Rich girl days?  Really?  While every School and College may have a percentage of students whose parents are able to pay for tuition without any loans or grants being taken and provide for many of the extras, Sweet Briar has never been a majority “rich girl school”.  Even back to the founding days of the College there were scholarships for financial need and students were able to work in all types of jobs to provide for their education and expenses.

Jones told The New York Times that for students who entered Sweet Briar in fall 2014, 37% are first-generation college students, 32% are minorities, and 43% received Pell grants — federal financial aid grants for low-income undergraduates.

To use this statement as a reason for the College closing is one of the most egregious Jones has made and has generated widespread ire.  To have this statement made as a negative is extremely unfortunate. Some have picked up on this statement and repeated it in front of current students and their families both on campus and around the country — as if this is a negative.  Colleges and Universities across the country are THANKFULLY becoming more diverse in many ways — racially, socio-economically.  Mr. Jones’ wife describes it this way in a public Class of 1969 webpage:

Then you thought about the cost of four years of college today. That cost is far beyond what an average American middle class family can afford without great sacrifice and careful financial planning. But, Sweet Briar had a world-class riding program, so surely there were girls from super wealthy families attending, weren’t there?

Evidently not, Mrs. Jones.  The majority of families in higher education today are described by the statistics your husband quoted and the average middle-class family.  Sweet Briar should embrace these students and their families.  A school of “girls from super wealthy families” is never a goal for even families who are blessed with extraordinary wealth.   Diversity is a blessing to all.

Mr. Jones’ comments not only appeared in print, but on a call with thousands of alumnae he was bold to say:

“I guarantee you that the students of today and the students applying are not of the same caliber as your generations.”

This phrase has been repeated by some in support of closure and is extremely disrespectful for current students and their families.

Frankly, students who are bringing in Pell Grant income may be, in fact, contributing significantly to the bottom line. I raised a question to the former President when I visited for my 25th Reunion and she said, “It is the traditionally full-pay families who are sometimes paying the least – because they know they can negotiate. ”

Every school has a range of socio-economic diversity.  To blame the closing of the school on a change in the percentages is irresponsible and offensive.

Sweet Briar is no longer the “horsy school on the hill,” current professor.

Horsy school on the hill?  Good grief.  One of Sweet Briar’s STRENGTHS which continues (based on this year’s award winning season) is its equestrian program. While a small percentage of Sweet Briar students ride horses and an even smaller percentage of students bring horses with them, to describe the College this way indicates a complete lack of awareness of the award-winning program as well as the successful athletes, including Lendon Gray, a three-time Olympian.  Our award-winning sports teams and incredible coaches are one of the hallmarks of Sweet Briar — and frankly any College or University.  Riding is something that gives us a niche and a good reputation.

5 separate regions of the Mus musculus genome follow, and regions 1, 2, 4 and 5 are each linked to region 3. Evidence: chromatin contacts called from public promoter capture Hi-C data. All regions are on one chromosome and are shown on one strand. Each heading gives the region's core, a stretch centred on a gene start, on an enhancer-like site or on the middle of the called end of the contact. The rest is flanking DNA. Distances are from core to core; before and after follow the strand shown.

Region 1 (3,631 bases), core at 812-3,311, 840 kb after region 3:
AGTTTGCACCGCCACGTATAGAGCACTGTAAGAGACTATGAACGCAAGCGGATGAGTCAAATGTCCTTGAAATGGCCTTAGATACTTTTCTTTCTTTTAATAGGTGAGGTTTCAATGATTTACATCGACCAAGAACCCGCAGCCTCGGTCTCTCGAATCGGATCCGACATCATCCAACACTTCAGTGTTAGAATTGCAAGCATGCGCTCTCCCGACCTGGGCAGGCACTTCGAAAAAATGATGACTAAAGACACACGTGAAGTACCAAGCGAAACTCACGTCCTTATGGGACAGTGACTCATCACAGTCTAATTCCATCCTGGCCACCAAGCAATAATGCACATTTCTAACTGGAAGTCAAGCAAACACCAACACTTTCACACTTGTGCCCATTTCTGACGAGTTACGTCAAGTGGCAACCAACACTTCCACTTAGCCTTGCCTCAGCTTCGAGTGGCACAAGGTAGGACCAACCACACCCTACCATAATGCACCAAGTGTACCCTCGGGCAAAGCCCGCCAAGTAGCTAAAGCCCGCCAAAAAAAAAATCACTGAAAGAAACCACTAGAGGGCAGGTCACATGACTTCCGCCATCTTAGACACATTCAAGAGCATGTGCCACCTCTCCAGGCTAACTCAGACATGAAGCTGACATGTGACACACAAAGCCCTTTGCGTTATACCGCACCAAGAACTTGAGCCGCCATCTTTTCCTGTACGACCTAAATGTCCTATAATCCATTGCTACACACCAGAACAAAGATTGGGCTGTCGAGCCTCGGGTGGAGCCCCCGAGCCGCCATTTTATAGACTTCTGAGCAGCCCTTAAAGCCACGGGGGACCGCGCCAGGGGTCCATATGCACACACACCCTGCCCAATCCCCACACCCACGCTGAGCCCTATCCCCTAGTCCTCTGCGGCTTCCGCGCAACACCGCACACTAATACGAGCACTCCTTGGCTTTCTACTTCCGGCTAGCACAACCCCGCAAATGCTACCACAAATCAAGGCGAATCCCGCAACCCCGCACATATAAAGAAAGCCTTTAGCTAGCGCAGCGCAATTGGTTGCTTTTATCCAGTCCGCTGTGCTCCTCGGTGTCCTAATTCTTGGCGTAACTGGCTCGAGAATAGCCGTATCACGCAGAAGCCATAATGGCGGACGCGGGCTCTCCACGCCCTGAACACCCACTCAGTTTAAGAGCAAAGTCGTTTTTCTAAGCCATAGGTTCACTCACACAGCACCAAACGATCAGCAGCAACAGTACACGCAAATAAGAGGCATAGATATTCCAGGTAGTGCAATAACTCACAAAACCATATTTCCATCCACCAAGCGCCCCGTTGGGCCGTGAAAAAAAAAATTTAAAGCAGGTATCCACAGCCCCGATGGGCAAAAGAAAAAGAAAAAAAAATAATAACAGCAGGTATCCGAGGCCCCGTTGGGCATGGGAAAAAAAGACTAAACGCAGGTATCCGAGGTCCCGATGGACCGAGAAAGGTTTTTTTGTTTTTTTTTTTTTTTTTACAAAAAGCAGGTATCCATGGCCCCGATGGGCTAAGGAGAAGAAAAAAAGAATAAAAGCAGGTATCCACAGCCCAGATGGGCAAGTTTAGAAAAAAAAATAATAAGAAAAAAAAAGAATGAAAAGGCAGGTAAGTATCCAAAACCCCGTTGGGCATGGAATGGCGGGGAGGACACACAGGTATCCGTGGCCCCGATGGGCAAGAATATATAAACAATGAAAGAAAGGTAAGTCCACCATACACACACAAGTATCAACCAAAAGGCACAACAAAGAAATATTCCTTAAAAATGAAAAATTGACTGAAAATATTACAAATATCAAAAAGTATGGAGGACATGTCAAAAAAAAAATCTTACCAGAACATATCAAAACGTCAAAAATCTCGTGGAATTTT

Sweet Briar determined in 2011 that the alumnae’s changing demographics made it impossible to effectively conduct a large-scale fundraiser, Sweet Briar’s vice president for finance Scott Shank told The News & Advance.

2011 is a full enrollment cycle away from 2015 where we are now.  It is very unfortunate that the College did not conduct a professional feasibility study of its alumnae testing REAL issues and themes.  The last feasibility study of 200 alumnae was conducted by staff members (I have spoken to many alumnae who gave when I worked at the College and who participated in this study – they cited no confidentiality as staff were the interviewers; no theme of any concerns; no details about giving levels). This was a huge missed opportunity.  Alumnae assert that the College did not come to them and the fundraising ability they have shown — in incredibly creative ways — is inspiring (to this fundraiser in particular).

To say that the “changing demographics” made it impossible to conduct a large-scale fundraiser is completely offensive.  This was my reaction initially and then I heard from the editor of the leading industry publication in my field (when she read about Jones’ and Shank’s statements)

I didn’t attend Sweet Briar, but I have to say that as a person of color (and donor to causes I care about) this bit attributed to the institution raised my ire.